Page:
Aircel Lenders Approach Supreme Court Over NCLAT Order

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The Committee of Creditors (CoC) of Aircel has approached the Supreme Court (SC) to overrule the order of the National Company Law Appellate Tribunal (NCLAT) that restrict them from selling the spectrum before the overall dues of the company are cleared. Because of the order, Aircel might have to move towards liquidation, which will hurt all of its lenders who are trying to recover their money from the company.

To recall, the NCLAT order came back in April 2021, and it affected not only Aircel but also RCom, which is in a similar battle of paying dues to the Department of Telecommunications (DoT).

SBI and Other Creditors Approach Supreme Court to Go Against NCLAT Order

A senior State Bank of India (SBI) official told ET Telecom that the bank has moved to SC for going against the NCLAT order. As per the report, other parties involved with Aircel, including UVARCL, which has the National Law Company Tribunal’s (NCLT) permission to take over the assets of the company along with the resolution professional Deloitte, will soon move to the SC separately to complain against the NCLAT order.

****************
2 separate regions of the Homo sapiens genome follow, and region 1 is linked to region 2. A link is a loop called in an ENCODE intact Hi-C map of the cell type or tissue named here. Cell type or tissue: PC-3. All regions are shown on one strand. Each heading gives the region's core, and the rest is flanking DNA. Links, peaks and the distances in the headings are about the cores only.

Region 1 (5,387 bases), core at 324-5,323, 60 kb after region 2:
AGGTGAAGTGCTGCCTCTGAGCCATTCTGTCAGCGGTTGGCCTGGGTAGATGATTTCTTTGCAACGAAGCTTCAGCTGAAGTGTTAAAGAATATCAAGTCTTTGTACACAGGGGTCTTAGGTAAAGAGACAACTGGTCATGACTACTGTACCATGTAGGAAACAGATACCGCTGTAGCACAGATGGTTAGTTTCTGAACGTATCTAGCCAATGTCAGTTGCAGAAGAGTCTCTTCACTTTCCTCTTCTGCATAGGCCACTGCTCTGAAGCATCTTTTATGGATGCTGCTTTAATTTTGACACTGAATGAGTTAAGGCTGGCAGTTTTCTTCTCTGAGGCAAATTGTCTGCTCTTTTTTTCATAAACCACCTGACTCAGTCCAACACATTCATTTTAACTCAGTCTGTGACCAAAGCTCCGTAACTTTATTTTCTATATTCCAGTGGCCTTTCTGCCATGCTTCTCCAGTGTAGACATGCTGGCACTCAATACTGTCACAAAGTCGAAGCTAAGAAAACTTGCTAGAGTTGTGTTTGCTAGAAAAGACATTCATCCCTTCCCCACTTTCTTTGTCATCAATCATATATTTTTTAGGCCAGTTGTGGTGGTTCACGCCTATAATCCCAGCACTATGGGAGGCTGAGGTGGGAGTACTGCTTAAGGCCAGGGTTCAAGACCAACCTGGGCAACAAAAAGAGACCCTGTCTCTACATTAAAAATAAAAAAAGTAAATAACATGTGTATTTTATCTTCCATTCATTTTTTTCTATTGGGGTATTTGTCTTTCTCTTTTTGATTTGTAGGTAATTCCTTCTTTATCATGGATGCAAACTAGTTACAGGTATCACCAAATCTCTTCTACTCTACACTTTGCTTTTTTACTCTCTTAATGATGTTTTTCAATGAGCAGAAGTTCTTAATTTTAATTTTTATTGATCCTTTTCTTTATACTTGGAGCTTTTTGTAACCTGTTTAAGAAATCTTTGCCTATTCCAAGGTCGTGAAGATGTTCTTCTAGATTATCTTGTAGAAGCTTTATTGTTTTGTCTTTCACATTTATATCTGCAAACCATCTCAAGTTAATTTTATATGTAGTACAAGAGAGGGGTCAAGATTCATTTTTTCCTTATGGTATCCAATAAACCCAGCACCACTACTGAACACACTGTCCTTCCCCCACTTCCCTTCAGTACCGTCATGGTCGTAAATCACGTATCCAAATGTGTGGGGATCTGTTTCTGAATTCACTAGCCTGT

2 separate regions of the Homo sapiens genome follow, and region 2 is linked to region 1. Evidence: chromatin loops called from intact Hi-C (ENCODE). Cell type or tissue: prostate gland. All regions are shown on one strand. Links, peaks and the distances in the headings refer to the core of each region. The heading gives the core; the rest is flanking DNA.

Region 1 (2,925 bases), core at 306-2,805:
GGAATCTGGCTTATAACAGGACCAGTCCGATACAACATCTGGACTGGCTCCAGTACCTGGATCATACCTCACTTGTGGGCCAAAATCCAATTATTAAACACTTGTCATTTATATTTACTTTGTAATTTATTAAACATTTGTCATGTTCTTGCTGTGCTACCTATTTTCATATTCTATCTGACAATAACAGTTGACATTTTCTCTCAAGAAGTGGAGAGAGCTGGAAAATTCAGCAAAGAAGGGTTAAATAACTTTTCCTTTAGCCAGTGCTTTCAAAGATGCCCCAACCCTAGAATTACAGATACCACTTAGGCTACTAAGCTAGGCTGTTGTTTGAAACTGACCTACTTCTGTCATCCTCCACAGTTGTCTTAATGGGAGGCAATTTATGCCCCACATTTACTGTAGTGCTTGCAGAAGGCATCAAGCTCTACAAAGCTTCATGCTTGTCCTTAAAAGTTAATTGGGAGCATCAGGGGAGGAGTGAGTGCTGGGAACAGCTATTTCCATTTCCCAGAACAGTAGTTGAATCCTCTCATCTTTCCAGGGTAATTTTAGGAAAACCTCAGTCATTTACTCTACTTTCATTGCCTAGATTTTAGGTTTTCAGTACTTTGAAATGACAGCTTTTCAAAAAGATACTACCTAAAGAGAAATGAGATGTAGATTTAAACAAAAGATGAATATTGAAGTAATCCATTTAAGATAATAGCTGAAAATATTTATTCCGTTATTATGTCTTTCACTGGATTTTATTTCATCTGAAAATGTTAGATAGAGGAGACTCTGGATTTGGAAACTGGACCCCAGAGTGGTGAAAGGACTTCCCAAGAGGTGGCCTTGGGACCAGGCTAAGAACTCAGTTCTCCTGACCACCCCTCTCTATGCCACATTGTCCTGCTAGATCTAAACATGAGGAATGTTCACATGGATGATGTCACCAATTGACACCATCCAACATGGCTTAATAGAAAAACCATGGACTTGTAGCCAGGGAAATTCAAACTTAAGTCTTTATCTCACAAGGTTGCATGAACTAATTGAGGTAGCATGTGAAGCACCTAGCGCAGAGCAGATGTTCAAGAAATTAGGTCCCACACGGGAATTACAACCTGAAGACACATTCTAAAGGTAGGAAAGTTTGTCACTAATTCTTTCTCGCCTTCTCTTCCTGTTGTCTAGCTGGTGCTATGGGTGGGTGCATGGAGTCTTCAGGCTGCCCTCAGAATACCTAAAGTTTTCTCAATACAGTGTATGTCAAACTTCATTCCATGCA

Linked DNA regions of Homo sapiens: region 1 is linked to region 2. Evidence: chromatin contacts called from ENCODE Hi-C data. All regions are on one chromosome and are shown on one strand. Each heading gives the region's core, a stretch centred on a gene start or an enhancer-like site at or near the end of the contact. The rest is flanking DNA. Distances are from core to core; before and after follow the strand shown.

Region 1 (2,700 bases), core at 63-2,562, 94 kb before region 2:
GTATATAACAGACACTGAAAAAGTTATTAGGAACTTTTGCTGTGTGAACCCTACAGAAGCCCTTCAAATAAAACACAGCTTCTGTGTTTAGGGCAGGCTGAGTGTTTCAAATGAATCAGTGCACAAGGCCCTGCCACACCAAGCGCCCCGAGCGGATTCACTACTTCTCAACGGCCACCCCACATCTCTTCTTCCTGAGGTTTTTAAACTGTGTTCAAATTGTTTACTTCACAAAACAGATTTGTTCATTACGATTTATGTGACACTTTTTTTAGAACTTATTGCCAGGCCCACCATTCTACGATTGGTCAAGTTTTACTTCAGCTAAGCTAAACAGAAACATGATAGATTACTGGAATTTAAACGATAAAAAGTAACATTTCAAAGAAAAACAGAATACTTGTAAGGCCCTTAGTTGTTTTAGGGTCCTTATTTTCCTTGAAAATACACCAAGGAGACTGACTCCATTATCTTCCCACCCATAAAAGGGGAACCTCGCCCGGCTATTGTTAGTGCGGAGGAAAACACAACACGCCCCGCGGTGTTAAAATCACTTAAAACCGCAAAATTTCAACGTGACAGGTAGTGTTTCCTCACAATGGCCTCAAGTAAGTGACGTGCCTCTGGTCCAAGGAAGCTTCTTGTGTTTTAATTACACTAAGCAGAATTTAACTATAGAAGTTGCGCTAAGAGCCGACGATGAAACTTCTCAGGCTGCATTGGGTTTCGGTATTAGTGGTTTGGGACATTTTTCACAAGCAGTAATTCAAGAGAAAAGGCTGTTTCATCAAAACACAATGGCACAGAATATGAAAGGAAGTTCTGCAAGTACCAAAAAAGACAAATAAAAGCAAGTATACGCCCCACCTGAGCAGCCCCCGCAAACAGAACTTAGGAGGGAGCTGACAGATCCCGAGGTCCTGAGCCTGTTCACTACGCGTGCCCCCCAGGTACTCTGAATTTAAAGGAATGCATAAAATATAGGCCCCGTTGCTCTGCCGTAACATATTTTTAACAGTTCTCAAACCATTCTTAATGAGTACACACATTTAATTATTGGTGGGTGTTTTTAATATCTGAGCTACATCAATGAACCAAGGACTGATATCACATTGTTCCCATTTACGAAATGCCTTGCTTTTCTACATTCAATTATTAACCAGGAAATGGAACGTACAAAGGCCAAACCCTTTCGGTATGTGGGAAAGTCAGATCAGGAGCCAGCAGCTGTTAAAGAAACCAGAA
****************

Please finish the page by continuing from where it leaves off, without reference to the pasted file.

For the unaware, NCLAT gave an order which said that companies would need to clear all their dues without which they cannot utilise the spectrum they hold. The only way for companies like Aircel to clear dues is to enter the Corporate Insolvency Resolution Procedure (CIRP) under the Insolvency and Bankruptcy Code (IBC). This would force Aircel to go into the liquidation process.

It is worth noting that RCom is also in a similar battle with the DoT over dues. RCom owes the government Rs 26,000 crore in adjusted gross revenue (AGR) dues, while Aircel owes Rs 12,389 crore.

DoT has asked for Rs 14,000 crore from Aircel. But since DoT is an operational creditor of the company, it won’t get what it is looking for. The operational creditors, along with DoT, have already been provided with Rs 28.50 crore, which is only 0.16% of the Rs 17,462 crore they wanted to recover.

The creditors have moved to the SC to seek the reversal of the NCLAT order. Spectrum is a big asset for the company, and it can help a ton with the resolution plans. If the NCLAT order isn’t reversed, SBI would be the one to lose out on most of the money.

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